Religion was not very dominant component in the societies of the Bantu-speaking peoples. The Bantu-speaking peoples did not speculate much about theories such as creation or life after death. The Bantu-speaking people did, however, have strong ties to their ancestors. This term used for this belief is animism which means the existence of individual spirits that inhabit natural objects and phenomena. The Bantu-speaking people believed that ancestors had the power to either help or harm their descendants. This belief in the power of the ancestors is similar to the beliefs in China about ancestral spirits. The Bantu-speaking people would make offerings of food and drink to their ancestors, and they would occasionally sacrifice different animals. If the Bantu-speaking peoples gave sufficient and proper attention to their ancestors, they would be regarded favorably and receive good fortune. However, if the Bantu-speaking peoples neglected to make offerings to their ancestors they would be punished.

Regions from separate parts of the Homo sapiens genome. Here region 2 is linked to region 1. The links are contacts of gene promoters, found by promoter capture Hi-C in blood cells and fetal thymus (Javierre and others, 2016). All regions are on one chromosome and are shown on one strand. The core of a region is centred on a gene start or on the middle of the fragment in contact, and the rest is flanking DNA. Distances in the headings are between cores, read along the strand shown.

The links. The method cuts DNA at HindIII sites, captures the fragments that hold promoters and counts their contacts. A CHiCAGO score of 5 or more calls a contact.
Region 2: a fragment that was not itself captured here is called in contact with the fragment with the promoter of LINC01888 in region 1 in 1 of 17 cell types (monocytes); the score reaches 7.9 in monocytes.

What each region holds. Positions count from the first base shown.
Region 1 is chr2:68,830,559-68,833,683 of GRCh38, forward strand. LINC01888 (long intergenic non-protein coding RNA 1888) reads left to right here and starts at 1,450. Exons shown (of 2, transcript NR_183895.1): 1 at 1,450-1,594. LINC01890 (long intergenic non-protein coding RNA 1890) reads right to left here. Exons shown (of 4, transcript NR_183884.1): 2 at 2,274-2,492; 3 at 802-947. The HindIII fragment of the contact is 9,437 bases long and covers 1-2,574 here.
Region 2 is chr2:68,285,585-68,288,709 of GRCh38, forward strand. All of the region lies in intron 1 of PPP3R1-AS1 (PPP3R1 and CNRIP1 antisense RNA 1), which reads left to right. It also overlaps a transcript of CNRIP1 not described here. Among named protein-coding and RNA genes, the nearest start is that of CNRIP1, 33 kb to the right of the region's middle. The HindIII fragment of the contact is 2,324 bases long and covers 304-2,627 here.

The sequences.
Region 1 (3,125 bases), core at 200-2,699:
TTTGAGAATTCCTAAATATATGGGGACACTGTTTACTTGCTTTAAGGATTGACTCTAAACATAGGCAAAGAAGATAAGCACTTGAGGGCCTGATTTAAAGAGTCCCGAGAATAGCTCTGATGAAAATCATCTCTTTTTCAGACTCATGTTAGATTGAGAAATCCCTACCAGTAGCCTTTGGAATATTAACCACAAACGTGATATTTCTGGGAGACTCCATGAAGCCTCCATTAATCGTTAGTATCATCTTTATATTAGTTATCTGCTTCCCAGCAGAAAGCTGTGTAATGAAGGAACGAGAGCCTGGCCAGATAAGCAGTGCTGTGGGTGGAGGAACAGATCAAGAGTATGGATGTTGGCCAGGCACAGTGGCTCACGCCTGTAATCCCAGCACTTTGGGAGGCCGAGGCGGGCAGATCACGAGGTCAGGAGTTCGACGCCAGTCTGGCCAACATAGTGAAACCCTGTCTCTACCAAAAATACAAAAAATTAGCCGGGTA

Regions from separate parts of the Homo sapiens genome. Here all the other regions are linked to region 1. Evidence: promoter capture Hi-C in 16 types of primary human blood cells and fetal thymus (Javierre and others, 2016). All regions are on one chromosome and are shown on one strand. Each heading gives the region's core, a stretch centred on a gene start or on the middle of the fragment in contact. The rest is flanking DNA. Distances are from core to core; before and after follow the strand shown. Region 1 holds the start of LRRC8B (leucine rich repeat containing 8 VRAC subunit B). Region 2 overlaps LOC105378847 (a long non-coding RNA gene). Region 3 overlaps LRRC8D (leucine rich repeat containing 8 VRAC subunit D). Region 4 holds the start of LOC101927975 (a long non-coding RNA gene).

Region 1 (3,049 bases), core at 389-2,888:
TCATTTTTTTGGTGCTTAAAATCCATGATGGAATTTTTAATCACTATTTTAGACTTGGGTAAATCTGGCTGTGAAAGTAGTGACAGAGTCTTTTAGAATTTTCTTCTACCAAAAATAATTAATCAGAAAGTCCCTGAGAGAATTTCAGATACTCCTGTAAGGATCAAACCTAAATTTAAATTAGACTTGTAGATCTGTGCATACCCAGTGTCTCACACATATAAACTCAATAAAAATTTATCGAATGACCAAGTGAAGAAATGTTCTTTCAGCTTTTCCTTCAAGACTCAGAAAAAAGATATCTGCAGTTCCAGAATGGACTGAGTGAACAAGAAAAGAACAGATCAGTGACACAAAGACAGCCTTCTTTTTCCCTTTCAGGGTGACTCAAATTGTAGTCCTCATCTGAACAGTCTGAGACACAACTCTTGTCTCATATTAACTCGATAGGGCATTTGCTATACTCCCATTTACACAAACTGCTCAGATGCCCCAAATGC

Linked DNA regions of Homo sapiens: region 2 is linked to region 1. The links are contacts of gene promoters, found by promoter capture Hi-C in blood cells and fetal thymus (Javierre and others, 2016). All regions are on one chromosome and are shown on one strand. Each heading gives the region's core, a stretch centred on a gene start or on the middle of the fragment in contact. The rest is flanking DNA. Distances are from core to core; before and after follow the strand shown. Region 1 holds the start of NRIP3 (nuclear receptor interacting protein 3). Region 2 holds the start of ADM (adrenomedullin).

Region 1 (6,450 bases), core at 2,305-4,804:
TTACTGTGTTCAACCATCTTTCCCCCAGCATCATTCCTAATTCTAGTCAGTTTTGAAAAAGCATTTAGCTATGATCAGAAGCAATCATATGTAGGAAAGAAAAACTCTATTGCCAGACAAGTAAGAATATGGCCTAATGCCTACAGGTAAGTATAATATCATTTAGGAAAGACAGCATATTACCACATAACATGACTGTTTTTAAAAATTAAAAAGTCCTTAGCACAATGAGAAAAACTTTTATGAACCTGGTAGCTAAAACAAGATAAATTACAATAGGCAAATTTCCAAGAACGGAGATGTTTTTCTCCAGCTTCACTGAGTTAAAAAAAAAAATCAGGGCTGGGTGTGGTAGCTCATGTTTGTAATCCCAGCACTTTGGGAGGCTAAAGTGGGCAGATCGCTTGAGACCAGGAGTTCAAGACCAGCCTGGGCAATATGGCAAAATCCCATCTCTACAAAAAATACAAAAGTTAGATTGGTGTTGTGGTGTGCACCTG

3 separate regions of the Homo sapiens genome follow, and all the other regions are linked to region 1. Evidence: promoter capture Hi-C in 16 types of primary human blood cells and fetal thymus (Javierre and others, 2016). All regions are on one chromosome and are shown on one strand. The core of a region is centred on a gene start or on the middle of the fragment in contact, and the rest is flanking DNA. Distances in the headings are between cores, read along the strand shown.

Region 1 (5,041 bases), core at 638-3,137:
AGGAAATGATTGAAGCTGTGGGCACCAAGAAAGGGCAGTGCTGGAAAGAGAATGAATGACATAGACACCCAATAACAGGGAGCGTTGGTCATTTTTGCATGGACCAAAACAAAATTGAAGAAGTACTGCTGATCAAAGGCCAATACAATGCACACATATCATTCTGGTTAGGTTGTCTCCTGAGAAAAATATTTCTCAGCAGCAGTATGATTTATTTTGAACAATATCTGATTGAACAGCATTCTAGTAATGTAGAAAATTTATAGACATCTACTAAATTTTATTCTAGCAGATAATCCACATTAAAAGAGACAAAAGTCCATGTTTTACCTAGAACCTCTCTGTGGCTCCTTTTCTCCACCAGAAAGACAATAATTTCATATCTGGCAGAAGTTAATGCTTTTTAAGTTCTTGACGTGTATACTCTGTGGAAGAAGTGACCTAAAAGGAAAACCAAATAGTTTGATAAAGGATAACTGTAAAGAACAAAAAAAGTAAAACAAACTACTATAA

The migration of the Bantu-speaking peoples through sub-Saharan Africa is quite different from the typical idea of a migration. A normal migration is seen as a mass-movement of a large group of people at a particular point in time. The migration of the Bantu-speaking peoples was actually an intermittent and incremental process of a gradual spread of Bantu languages and ethnic communities throughout sub-Saharan Africa. An interesting component of the migrations of the Bantu-speaking people is the areas they moved into. The areas that the Bantu-speaking people moved into were not unoccupied and there were already other tribes living on that land. The Bantu-speaking peoples pushed the previous inhabitants off the cultivatable land and moved them onto marginal agriculture areas that the Bantu-speaking people were not interested in. The Bantu-speaking people also did not completely eliminate the previous inhabitants from their lives. The Bantu-speaking peoples actually absorbed the local peoples into the already dominant Bantu agricultural societies.